“Porn, Piracy, & BitTorrent”


(How’s that for an attention-grabbing title?)

An August 10 feature story in the Seattle Weekly –“Porn, Piracy, & BitTorrent“–takes a deeper than ‘it’s wrong’ look at illegal file-sharing technology. What I found fascinating was the information on how copyright holders are using mass lawsuits to indict and fine people using such technology, a tactic that I (and other right-thinking people) see as extortion.

A recurring topic throughout the article is the reportedly devastating financial toll that piracy is taking on movie producers and distributors. There’s a problem with that: at least one study says that pirates aren’t the problem . . . and it seems that (so called) pirates actually end up paying for more content than the average consumer. That finding, according to several film-industry insiders is pure poppycock:

The film industry loses $6.1 billion annually to digital piracy, according to a study conducted by economist Stephen Siwek and cited recently by the Motion Picture Association of America (MPAA). And the Independent Film and Television Alliance (IFTA) says royalty rights for indie films have been halved from what they were five years ago . . .. . . For better or worse, BitTorrent has made it easy to swap a DVD-quality feature film or a musician’s entire discography. The latest in peer-to-peer, or “P2P,” file-sharing, Torrents, as they are known in techie vernacular, are staggeringly popular. With more than 100 million monthly users–more than Hulu and Netflix combined–Torrent file transfers account for 20 to 40 percent of all Internet traffic at any given time, according to BitTorrent, Inc., the San Francisco company that developed the technology.

 On the other hand, the researchers at GfK Group, a respected German market-research company, found the opposite to be true. Via Geek.com:

The study states that it is much more typical for a pirate to download an illegal copy of a movie to try it before purchasing. They are also found to purchase more DVDs than the average consumer, and they visit the movie theater more, especially for opening weekend releases which typically cost more to attend.The conclusion of the study is that movie pirates are generally more interested in film and therefore spend more money and invest more time in it. In other words, they make up some of the movie industry’s best customers.

 Trouble is, the study in question has never actually been published. Telopolis, a German politics and media site, only learned that the research exists through an anonymous source at GfK. Apparently, the unnamed client who commissioned the research requested that it never see the light of day because the findings are “unpleasant.”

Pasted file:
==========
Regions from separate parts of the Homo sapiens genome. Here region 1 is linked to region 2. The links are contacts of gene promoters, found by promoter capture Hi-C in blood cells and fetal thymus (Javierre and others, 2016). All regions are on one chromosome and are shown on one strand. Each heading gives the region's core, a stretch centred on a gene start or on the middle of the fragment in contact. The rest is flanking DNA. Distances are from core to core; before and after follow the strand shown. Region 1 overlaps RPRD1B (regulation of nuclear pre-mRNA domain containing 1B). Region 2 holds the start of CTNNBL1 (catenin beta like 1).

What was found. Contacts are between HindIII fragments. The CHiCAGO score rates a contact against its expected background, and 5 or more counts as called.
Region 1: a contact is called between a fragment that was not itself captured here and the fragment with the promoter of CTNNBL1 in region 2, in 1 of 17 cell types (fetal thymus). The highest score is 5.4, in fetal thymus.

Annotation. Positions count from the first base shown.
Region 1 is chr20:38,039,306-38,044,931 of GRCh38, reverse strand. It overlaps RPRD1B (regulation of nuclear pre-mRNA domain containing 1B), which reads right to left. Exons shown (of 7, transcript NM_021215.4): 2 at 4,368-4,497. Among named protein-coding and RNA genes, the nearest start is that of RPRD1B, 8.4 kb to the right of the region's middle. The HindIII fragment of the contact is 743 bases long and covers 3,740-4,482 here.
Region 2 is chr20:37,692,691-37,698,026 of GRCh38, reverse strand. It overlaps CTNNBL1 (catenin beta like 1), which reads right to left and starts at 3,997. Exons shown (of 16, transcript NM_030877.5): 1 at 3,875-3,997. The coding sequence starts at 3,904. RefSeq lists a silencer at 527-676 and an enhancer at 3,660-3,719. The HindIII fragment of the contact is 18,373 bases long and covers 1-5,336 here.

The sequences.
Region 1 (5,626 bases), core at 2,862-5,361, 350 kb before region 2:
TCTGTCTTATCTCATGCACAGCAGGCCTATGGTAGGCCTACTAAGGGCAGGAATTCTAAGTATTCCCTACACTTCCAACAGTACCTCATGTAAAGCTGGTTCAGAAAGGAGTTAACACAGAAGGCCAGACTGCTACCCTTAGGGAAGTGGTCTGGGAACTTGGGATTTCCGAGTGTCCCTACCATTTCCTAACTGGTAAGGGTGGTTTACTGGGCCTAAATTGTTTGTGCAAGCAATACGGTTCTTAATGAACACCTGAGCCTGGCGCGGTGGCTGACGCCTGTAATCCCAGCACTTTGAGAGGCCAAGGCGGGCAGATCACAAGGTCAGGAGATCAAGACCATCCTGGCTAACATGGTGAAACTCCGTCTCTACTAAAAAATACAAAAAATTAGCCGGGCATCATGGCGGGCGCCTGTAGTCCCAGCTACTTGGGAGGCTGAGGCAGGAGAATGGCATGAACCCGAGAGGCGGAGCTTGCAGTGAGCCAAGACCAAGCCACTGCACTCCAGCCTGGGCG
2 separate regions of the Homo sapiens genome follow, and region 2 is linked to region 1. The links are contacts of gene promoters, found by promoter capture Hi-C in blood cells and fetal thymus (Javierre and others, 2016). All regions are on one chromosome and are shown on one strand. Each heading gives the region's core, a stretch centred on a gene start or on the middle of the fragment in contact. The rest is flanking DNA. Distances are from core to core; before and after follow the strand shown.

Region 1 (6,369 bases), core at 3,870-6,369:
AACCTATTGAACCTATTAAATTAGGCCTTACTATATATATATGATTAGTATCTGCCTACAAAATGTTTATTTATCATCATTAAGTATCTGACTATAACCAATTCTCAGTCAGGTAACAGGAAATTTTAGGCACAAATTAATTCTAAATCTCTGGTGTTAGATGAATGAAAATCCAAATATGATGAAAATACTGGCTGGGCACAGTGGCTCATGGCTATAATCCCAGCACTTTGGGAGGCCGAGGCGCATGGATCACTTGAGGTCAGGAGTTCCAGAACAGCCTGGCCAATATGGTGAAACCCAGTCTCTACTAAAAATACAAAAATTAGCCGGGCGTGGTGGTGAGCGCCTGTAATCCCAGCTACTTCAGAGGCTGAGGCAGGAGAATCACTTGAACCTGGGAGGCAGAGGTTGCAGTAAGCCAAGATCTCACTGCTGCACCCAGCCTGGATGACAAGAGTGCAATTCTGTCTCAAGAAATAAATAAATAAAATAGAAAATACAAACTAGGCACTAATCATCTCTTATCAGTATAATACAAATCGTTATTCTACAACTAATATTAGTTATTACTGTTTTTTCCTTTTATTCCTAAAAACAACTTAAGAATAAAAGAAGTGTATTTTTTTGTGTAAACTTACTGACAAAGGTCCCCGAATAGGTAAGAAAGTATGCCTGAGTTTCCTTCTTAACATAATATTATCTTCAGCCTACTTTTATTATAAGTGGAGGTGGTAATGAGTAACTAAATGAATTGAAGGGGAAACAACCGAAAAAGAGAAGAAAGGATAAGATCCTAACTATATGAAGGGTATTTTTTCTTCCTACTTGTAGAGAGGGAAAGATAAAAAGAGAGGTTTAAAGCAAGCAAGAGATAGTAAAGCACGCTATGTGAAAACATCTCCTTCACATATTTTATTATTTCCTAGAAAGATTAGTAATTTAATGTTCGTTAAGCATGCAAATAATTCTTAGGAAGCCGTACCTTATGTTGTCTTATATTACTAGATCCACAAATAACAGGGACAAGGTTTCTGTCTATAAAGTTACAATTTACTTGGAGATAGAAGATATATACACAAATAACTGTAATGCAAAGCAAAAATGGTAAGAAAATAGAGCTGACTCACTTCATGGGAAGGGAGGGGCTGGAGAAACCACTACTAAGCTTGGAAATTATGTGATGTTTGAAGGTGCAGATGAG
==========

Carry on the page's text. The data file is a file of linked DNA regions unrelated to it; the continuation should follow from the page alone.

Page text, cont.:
Pirates make a convenient scapegoat for struggling movie makers, and they undoubtedly do have some impact on studios’ bottom lines. But there are many factors–the struggling economy, unwillingness to embrace new technology, and fewer quality flicks –that have all played a part in the downturn. I look at the returns for fun, good movies (like Harry Potter, Thor, or Captain America) and I see healthy profits for all concerned.

What I find especially despicable is that some studios– primarily porn producers–have figured out a way to profit from piracy. Their strategy is to sue large blocks of Internet users and offer them a “get out of trial” settlement to make the problem go away. So if Joe Jones downloads “Anna Gives Blow” from the Internet, he might just get a notice that it was an illegal download and he’s one of 2,000 “John Does” who are being sued. Scary enough, right? What’s worse is the next missive, or later in the same Notice where it says that the so-called copyright holders are asking the Court to order the ISP to release personal information, so in the next round it won’t be John Doe, it’ll be Joe Jones at 123 Maple Dr. . . . and court documents are public records.

Read the whole thing: Invasion of Piracy: The film industry mounts a sketchy legal strategy in response to illegal downloads.

Also, this is one of the things the EFF is fighting. So, give ’em $20 (or more!) and let them know you care. 

EDIT: They have a great page of info about this topic, here: http://www.eff.org/deeplinks/2011/08/open-wifi-and-copyright-liability-setting-record

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